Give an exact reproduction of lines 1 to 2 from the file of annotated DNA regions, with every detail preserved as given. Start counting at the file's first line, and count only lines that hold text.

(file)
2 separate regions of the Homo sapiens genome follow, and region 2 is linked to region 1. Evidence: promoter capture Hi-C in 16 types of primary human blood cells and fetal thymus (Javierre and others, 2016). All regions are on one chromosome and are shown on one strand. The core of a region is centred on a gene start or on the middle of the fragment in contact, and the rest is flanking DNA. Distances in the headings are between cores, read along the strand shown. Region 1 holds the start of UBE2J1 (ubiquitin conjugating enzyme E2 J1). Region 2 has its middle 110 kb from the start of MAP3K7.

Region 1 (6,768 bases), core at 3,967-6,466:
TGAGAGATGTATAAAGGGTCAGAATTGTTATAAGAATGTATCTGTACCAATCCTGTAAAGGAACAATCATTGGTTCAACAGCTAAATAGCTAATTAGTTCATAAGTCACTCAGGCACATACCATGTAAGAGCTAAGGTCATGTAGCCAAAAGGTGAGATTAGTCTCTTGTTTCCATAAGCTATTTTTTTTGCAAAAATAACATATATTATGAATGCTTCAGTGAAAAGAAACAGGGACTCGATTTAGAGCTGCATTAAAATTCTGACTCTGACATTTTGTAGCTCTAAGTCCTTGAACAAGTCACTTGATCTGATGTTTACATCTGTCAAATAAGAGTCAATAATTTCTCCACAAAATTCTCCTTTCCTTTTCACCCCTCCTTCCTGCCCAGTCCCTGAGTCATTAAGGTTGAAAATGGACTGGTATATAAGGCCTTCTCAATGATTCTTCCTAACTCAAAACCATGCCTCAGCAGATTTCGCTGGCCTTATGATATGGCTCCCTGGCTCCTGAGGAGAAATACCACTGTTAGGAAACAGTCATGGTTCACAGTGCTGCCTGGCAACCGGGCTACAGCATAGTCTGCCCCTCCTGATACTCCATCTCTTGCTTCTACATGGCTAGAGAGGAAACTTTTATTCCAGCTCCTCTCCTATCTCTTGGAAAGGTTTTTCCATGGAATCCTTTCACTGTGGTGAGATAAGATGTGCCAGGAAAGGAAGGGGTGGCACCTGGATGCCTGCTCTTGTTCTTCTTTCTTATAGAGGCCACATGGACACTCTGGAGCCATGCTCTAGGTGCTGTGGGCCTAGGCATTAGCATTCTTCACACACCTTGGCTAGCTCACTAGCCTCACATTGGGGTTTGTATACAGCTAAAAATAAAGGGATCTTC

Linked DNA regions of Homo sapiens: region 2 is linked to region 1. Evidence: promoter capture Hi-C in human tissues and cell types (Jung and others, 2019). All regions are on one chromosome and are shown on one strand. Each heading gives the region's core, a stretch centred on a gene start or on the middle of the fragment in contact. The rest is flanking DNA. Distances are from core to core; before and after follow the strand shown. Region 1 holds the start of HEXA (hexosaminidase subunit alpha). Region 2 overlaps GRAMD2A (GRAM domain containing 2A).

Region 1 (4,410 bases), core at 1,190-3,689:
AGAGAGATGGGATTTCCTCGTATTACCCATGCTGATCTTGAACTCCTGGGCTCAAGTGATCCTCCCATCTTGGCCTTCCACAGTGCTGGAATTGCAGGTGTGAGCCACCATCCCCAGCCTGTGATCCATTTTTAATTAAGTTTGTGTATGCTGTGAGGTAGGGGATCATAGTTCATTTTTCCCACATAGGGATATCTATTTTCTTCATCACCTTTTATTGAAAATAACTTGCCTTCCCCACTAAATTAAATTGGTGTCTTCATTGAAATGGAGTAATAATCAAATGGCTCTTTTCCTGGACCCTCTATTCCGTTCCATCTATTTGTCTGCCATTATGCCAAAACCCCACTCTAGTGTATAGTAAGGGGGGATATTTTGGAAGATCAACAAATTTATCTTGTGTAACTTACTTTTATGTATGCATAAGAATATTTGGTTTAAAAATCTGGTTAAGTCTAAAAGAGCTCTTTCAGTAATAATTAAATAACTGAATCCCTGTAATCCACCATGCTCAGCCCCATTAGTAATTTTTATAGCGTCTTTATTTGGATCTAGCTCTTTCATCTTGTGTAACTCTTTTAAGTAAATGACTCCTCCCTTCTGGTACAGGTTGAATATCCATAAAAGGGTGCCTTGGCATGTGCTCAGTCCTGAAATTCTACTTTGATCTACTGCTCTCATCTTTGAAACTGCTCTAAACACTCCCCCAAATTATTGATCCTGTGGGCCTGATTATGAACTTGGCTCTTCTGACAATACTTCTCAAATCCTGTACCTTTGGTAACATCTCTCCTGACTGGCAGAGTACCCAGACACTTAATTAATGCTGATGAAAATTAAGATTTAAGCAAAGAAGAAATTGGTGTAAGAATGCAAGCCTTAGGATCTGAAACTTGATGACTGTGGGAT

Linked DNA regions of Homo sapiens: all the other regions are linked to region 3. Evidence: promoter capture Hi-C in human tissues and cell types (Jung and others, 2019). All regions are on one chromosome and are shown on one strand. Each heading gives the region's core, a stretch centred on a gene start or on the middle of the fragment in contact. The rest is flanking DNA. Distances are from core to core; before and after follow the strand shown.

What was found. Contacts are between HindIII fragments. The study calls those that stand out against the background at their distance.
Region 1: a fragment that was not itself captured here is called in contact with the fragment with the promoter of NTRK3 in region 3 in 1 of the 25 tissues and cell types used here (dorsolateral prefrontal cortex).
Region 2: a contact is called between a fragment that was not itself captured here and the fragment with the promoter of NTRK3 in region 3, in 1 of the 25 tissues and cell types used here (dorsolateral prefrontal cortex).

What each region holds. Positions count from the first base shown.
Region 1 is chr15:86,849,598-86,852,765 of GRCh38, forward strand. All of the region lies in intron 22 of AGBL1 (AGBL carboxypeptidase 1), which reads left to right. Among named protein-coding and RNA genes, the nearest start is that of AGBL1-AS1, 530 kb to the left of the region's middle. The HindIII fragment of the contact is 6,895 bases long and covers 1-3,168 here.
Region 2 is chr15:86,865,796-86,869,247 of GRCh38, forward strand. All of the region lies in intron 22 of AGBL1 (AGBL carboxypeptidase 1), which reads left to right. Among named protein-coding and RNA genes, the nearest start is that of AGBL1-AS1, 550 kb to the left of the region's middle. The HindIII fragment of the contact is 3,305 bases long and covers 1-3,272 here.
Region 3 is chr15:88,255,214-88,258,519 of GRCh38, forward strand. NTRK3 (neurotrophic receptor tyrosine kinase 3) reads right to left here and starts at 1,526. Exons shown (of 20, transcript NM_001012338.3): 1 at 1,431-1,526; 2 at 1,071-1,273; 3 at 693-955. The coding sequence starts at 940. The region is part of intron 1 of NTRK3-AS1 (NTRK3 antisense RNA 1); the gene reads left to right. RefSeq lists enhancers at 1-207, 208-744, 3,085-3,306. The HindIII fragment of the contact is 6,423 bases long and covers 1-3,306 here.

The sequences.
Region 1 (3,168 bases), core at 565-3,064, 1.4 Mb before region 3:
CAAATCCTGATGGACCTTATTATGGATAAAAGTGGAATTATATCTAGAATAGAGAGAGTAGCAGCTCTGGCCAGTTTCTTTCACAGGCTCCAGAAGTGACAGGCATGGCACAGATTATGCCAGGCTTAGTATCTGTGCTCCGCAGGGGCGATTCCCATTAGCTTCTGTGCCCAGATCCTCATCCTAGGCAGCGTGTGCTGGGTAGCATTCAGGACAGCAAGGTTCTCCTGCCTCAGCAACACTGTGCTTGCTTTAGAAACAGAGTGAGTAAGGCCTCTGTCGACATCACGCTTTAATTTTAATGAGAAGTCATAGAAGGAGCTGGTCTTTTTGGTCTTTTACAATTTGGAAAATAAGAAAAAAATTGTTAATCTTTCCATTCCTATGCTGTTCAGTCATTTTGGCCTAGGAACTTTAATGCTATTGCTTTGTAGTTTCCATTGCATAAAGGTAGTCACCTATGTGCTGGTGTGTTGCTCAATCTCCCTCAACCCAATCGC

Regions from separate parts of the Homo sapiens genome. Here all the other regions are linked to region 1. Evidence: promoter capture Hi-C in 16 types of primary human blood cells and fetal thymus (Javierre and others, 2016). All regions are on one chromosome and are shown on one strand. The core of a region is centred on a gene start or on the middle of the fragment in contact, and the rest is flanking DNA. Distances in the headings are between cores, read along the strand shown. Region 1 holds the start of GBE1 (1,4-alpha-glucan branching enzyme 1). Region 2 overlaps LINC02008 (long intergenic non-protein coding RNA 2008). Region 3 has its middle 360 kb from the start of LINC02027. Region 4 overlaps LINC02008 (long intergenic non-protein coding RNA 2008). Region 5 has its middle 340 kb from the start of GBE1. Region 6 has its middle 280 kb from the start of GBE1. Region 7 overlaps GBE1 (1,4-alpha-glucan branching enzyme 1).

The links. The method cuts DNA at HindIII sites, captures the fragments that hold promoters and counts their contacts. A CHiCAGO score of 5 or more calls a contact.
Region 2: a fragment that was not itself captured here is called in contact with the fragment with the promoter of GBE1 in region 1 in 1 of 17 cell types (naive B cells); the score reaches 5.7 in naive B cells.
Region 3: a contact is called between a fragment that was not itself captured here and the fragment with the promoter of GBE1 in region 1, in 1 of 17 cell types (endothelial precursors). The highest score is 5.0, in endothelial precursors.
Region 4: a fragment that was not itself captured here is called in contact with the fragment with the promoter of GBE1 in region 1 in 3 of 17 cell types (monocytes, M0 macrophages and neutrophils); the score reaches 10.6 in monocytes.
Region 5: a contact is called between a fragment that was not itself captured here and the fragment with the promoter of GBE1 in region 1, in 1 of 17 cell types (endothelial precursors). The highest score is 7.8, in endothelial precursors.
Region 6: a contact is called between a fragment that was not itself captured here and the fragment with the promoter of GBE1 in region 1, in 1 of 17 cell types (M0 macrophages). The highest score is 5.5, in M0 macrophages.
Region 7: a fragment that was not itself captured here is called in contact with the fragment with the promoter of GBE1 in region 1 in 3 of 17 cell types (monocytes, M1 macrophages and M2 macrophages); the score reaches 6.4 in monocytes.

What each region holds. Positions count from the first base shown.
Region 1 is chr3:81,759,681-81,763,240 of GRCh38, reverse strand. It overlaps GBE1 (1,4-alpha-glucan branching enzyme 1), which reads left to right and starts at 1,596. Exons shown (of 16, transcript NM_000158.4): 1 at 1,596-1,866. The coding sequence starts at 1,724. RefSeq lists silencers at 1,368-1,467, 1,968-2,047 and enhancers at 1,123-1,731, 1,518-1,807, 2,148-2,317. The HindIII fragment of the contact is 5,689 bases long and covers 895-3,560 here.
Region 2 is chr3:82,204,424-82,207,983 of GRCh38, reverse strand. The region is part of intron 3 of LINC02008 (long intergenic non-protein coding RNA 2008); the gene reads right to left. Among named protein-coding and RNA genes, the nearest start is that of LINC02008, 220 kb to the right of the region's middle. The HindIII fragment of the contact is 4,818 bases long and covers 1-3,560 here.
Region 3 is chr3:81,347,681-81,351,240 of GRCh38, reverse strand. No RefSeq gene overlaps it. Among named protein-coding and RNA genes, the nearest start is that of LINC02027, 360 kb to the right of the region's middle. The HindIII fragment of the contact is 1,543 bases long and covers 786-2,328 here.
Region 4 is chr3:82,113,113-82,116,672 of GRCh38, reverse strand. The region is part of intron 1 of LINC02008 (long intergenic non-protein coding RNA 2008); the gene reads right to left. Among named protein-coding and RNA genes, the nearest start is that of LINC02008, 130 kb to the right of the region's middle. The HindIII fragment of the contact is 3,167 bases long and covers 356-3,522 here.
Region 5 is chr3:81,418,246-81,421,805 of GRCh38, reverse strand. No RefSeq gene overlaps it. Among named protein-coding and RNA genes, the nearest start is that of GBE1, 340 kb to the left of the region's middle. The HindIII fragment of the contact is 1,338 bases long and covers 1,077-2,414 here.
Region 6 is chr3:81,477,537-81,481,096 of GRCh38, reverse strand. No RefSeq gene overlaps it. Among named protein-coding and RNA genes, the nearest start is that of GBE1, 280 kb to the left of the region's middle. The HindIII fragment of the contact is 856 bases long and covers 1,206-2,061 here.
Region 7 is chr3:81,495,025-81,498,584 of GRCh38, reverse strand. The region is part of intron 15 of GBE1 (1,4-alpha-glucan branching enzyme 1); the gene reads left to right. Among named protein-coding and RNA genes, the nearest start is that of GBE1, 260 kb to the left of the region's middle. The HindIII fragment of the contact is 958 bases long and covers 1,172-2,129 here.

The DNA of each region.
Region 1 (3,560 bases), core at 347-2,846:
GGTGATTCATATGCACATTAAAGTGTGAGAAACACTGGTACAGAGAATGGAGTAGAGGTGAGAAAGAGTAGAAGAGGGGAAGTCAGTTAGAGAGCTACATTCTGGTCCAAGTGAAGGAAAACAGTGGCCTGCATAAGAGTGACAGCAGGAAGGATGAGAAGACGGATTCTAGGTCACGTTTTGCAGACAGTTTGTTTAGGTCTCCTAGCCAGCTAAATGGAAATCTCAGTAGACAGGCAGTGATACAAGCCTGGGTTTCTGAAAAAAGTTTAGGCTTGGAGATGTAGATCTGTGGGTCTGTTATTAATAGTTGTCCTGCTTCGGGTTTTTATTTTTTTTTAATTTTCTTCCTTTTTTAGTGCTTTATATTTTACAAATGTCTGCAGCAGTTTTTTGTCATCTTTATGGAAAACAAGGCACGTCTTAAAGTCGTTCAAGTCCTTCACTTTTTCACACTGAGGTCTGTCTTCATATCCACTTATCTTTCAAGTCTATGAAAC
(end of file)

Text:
2 separate regions of the Homo sapiens genome follow, and region 2 is linked to region 1. Evidence: promoter capture Hi-C in 16 types of primary human blood cells and fetal thymus (Javierre and others, 2016). All regions are on one chromosome and are shown on one strand. The core of a region is centred on a gene start or on the middle of the fragment in contact, and the rest is flanking DNA. Distances in the headings are between cores, read along the strand shown. Region 1 holds the start of UBE2J1 (ubiquitin conjugating enzyme E2 J1). Region 2 has its middle 110 kb from the start of MAP3K7.

Region 1 (6,768 bases), core at 3,967-6,466: